Adopting innovative bell times could be the single greatest move a district can make to save costs and address the national school bus driver shortage. However, adopting bell times without involving all stakeholders can lead to a great headache for district administrators.
In its purest form, a scheduling matrix can be designed to utilize the fewest possible school buses and drivers, which is the number needed to meet the needs of the district campus with the largest busing need. After that, it’s a matter of allocating the necessary number of drivers to other campuses and creating a new time tier, when the number of buses needed is equal to or less than the routes for that largest campus.
But practically speaking, that is probably not feasible. Factors preventing this simplistic approach include shared faculty among schools, parents with children on multiple campuses, inter-district schools that receive students transported by multiple school districts, students attending classes on more than one campus, and other legitimate educational needs of the students we serve.
So how as the transportation director do you start this process?
First, develop a plan. We start with basic math and a lot of questions that need to be answered.
- How many single, individual runs are required to meet your district’s fixed route system? This is defined as a bus route that makes “X” number of stops, then goes to one or more buildings before becoming a deadhead route.
- How many of those routes serve the elementary, middle and high schools as well as, the vocational center, etc?
- What is the sum of those routes?
- What is the longest time each route takes from the first student stop to arrival at school?
- What is the anticipated student count of each bus, broken down by stop if available?
- What is the earliest time, before the tardy bell, a student can arrive at school and be supervised?
- Does the school serve breakfast?
- How long do the cafeteria workers need to feed all students?
- What is the mandated length of day at each school?
Once you are armed with that information, you can start looking at a route reconfiguration. What is your current structure? Does each bus only serve one school? Two? Three? What is task time from terminal to terminal?
Talk to your superintendent and see if they are open to the idea. Find out what they think the community would accept as the earliest start time and the latest dismissal time. One of the first objections to a later dismissal may very well come from your athletic program. Also, your school nutrition program may have an issue with a later lunch time because that might increase their hours of operation.
Eventually, you will need to bring in most of your district administrators and present your ideas to them. Do your research. Be prepared for hard questions.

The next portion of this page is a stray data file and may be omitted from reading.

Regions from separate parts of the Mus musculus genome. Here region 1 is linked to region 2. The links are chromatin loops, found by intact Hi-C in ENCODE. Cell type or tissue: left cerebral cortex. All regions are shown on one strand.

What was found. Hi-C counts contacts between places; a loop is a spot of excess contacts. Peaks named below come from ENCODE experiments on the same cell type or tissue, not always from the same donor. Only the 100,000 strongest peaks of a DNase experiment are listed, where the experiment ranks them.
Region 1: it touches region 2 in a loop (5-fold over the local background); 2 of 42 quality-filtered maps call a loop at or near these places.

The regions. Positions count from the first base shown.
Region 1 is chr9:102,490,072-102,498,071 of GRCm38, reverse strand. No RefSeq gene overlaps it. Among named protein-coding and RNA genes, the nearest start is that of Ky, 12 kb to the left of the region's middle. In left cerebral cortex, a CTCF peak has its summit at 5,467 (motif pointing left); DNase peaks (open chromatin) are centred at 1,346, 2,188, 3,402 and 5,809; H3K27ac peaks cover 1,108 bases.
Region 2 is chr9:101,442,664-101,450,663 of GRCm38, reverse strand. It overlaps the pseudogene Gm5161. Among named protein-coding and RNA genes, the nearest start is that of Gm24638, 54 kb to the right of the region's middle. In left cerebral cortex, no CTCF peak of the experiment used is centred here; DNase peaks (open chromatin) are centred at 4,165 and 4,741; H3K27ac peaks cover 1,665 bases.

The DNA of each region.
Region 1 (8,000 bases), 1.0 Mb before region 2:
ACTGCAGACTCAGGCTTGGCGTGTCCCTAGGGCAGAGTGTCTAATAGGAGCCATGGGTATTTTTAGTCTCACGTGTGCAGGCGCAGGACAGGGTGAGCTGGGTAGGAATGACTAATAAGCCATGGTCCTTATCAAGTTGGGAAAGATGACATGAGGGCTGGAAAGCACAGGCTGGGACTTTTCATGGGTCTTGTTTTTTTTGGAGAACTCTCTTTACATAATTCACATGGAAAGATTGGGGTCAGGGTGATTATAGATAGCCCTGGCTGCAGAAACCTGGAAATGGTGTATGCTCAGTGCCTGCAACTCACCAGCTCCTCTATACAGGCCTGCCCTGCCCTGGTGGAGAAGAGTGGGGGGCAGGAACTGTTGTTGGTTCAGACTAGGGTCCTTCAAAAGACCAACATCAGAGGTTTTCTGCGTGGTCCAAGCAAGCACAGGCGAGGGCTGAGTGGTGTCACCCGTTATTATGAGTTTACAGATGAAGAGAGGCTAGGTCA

I recall a high school principal telling me that not a single high school in the state got out after 3:30 p.m. I pointed out to him that every high school in the largest district in the state, which happened to be our neighboring district, got out at 3:55 p.m.
A middle school, which was converting to a districtwide open enrollment charter school, wanted to extend its day to 5 p.m. in order to offer specialty programs to all students. I reminded those school officials that after daylight saving time ended in the fall, students would be picked up in the dark at school and be dropped off during rush hour traffic in the dark. (That charter school ignored my advice, until my predictions were proven correct. It changed to a 4:30 p.m. dismissal by the following Monday.)
The math is simple. If you run 100 single runs, you can cut your need for drivers to 50 if they can run two routes. A three-tiered system reduces necessary drivers to 33. But that is paper math, not pavement math. Each system is different, with varying needs, distinct parameters and social/political issues that impact a decision like this.
If you are struggling with driver shortages, bus replacement needs and/or payroll issues, I encourage you to explore a multi-tiered system of runs, even if it can’t be done districtwide. There may be benefits to your district.
Related: Student Transporters Tackle California’s New Bell Time Regulations
Related: School Buses and Changing Bell Times
Related: Recorded Webinar: Buses & Bell Times: Planning for Later School Start Times
John Haynie is a 35-year veteran of the transportation industry. In 2015, he retired from the North Little Rock School District as director of transportation. He was a member of the Arkansas Association of Pupil Transportation, for which he served as host of the annual conference for four years. The association awarded him the President’s Star in 2014.